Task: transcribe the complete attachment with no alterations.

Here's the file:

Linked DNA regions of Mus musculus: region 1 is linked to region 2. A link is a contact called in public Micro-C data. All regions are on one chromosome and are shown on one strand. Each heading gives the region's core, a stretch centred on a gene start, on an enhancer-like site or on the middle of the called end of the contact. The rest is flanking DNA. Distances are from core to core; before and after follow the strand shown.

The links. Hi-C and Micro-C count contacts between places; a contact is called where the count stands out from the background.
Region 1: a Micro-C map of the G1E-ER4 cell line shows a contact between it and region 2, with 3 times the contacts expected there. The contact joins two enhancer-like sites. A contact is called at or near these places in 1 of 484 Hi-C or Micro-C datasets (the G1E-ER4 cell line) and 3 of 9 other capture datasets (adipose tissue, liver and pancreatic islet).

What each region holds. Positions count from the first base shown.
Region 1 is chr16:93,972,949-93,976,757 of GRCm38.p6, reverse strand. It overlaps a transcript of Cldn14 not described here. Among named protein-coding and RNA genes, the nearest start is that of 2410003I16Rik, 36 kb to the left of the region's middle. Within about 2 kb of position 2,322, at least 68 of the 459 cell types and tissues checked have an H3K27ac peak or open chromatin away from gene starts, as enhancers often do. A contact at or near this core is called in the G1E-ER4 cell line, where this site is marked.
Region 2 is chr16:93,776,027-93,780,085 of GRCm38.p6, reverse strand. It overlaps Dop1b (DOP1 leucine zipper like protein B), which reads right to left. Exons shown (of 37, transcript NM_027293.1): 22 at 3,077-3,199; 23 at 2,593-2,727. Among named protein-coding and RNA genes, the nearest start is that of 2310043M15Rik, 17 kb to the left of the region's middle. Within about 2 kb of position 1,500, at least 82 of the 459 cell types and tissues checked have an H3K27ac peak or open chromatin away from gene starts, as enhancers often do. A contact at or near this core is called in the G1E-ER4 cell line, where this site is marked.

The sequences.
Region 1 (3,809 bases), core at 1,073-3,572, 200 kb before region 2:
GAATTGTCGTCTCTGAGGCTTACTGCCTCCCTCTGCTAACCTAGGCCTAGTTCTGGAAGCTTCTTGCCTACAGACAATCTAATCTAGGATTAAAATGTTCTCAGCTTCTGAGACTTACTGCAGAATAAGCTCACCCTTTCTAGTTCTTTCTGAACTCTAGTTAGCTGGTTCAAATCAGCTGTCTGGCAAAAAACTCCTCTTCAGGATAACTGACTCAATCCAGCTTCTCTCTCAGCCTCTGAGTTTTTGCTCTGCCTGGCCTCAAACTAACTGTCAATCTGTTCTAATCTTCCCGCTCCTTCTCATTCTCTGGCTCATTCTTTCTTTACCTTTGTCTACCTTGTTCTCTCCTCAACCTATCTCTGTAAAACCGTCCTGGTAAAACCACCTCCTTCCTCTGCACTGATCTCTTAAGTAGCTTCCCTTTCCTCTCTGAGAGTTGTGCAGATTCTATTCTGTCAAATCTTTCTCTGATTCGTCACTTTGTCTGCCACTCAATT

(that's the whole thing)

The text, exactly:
Linked DNA regions of Mus musculus: region 1 is linked to region 2. A link is a contact called in public Micro-C data. All regions are on one chromosome and are shown on one strand. Each heading gives the region's core, a stretch centred on a gene start, on an enhancer-like site or on the middle of the called end of the contact. The rest is flanking DNA. Distances are from core to core; before and after follow the strand shown.

The links. Hi-C and Micro-C count contacts between places; a contact is called where the count stands out from the background.
Region 1: a Micro-C map of the G1E-ER4 cell line shows a contact between it and region 2, with 3 times the contacts expected there. The contact joins two enhancer-like sites. A contact is called at or near these places in 1 of 484 Hi-C or Micro-C datasets (the G1E-ER4 cell line) and 3 of 9 other capture datasets (adipose tissue, liver and pancreatic islet).

What each region holds. Positions count from the first base shown.
Region 1 is chr16:93,972,949-93,976,757 of GRCm38.p6, reverse strand. It overlaps a transcript of Cldn14 not described here. Among named protein-coding and RNA genes, the nearest start is that of 2410003I16Rik, 36 kb to the left of the region's middle. Within about 2 kb of position 2,322, at least 68 of the 459 cell types and tissues checked have an H3K27ac peak or open chromatin away from gene starts, as enhancers often do. A contact at or near this core is called in the G1E-ER4 cell line, where this site is marked.
Region 2 is chr16:93,776,027-93,780,085 of GRCm38.p6, reverse strand. It overlaps Dop1b (DOP1 leucine zipper like protein B), which reads right to left. Exons shown (of 37, transcript NM_027293.1): 22 at 3,077-3,199; 23 at 2,593-2,727. Among named protein-coding and RNA genes, the nearest start is that of 2310043M15Rik, 17 kb to the left of the region's middle. Within about 2 kb of position 1,500, at least 82 of the 459 cell types and tissues checked have an H3K27ac peak or open chromatin away from gene starts, as enhancers often do. A contact at or near this core is called in the G1E-ER4 cell line, where this site is marked.

The sequences.
Region 1 (3,809 bases), core at 1,073-3,572, 200 kb before region 2:
GAATTGTCGTCTCTGAGGCTTACTGCCTCCCTCTGCTAACCTAGGCCTAGTTCTGGAAGCTTCTTGCCTACAGACAATCTAATCTAGGATTAAAATGTTCTCAGCTTCTGAGACTTACTGCAGAATAAGCTCACCCTTTCTAGTTCTTTCTGAACTCTAGTTAGCTGGTTCAAATCAGCTGTCTGGCAAAAAACTCCTCTTCAGGATAACTGACTCAATCCAGCTTCTCTCTCAGCCTCTGAGTTTTTGCTCTGCCTGGCCTCAAACTAACTGTCAATCTGTTCTAATCTTCCCGCTCCTTCTCATTCTCTGGCTCATTCTTTCTTTACCTTTGTCTACCTTGTTCTCTCCTCAACCTATCTCTGTAAAACCGTCCTGGTAAAACCACCTCCTTCCTCTGCACTGATCTCTTAAGTAGCTTCCCTTTCCTCTCTGAGAGTTGTGCAGATTCTATTCTGTCAAATCTTTCTCTGATTCGTCACTTTGTCTGCCACTCAATT